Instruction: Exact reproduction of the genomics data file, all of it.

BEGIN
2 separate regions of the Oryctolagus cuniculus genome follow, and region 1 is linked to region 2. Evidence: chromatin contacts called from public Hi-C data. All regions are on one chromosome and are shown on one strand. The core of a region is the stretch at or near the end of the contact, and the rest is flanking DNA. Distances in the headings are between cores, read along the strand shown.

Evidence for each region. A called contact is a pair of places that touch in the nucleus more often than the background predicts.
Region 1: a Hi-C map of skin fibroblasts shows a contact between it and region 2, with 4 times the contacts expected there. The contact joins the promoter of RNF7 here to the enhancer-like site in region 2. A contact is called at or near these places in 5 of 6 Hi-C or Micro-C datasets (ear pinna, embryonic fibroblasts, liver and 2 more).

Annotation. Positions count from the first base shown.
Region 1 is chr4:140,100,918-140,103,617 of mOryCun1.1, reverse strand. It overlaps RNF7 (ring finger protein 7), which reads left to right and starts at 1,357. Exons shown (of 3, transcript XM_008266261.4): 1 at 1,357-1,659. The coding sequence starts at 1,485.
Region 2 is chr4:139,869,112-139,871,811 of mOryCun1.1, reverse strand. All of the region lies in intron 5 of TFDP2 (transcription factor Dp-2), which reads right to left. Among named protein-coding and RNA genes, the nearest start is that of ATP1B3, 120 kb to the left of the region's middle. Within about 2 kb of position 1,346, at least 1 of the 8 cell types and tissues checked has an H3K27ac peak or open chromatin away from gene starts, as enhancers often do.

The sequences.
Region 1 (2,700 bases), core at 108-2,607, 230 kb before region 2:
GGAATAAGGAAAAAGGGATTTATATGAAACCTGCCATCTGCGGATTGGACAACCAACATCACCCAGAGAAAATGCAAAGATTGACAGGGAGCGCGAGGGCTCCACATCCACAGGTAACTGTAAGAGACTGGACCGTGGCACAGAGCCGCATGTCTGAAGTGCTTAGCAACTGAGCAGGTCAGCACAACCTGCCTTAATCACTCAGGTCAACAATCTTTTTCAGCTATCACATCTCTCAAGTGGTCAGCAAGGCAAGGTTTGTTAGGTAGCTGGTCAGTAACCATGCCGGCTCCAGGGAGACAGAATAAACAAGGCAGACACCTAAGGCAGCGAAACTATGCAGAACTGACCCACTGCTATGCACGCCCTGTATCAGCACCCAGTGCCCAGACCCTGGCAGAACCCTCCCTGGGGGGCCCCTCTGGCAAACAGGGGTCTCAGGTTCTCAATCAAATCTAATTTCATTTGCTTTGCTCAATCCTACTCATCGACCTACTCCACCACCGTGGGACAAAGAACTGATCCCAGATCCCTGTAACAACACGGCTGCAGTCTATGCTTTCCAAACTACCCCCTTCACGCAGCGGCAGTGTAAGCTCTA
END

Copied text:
2 separate regions of the Oryctolagus cuniculus genome follow, and region 1 is linked to region 2. Evidence: chromatin contacts called from public Hi-C data. All regions are on one chromosome and are shown on one strand. The core of a region is the stretch at or near the end of the contact, and the rest is flanking DNA. Distances in the headings are between cores, read along the strand shown.

Evidence for each region. A called contact is a pair of places that touch in the nucleus more often than the background predicts.
Region 1: a Hi-C map of skin fibroblasts shows a contact between it and region 2, with 4 times the contacts expected there. The contact joins the promoter of RNF7 here to the enhancer-like site in region 2. A contact is called at or near these places in 5 of 6 Hi-C or Micro-C datasets (ear pinna, embryonic fibroblasts, liver and 2 more).

Annotation. Positions count from the first base shown.
Region 1 is chr4:140,100,918-140,103,617 of mOryCun1.1, reverse strand. It overlaps RNF7 (ring finger protein 7), which reads left to right and starts at 1,357. Exons shown (of 3, transcript XM_008266261.4): 1 at 1,357-1,659. The coding sequence starts at 1,485.
Region 2 is chr4:139,869,112-139,871,811 of mOryCun1.1, reverse strand. All of the region lies in intron 5 of TFDP2 (transcription factor Dp-2), which reads right to left. Among named protein-coding and RNA genes, the nearest start is that of ATP1B3, 120 kb to the left of the region's middle. Within about 2 kb of position 1,346, at least 1 of the 8 cell types and tissues checked has an H3K27ac peak or open chromatin away from gene starts, as enhancers often do.

The sequences.
Region 1 (2,700 bases), core at 108-2,607, 230 kb before region 2:
GGAATAAGGAAAAAGGGATTTATATGAAACCTGCCATCTGCGGATTGGACAACCAACATCACCCAGAGAAAATGCAAAGATTGACAGGGAGCGCGAGGGCTCCACATCCACAGGTAACTGTAAGAGACTGGACCGTGGCACAGAGCCGCATGTCTGAAGTGCTTAGCAACTGAGCAGGTCAGCACAACCTGCCTTAATCACTCAGGTCAACAATCTTTTTCAGCTATCACATCTCTCAAGTGGTCAGCAAGGCAAGGTTTGTTAGGTAGCTGGTCAGTAACCATGCCGGCTCCAGGGAGACAGAATAAACAAGGCAGACACCTAAGGCAGCGAAACTATGCAGAACTGACCCACTGCTATGCACGCCCTGTATCAGCACCCAGTGCCCAGACCCTGGCAGAACCCTCCCTGGGGGGCCCCTCTGGCAAACAGGGGTCTCAGGTTCTCAATCAAATCTAATTTCATTTGCTTTGCTCAATCCTACTCATCGACCTACTCCACCACCGTGGGACAAAGAACTGATCCCAGATCCCTGTAACAACACGGCTGCAGTCTATGCTTTCCAAACTACCCCCTTCACGCAGCGGCAGTGTAAGCTCTA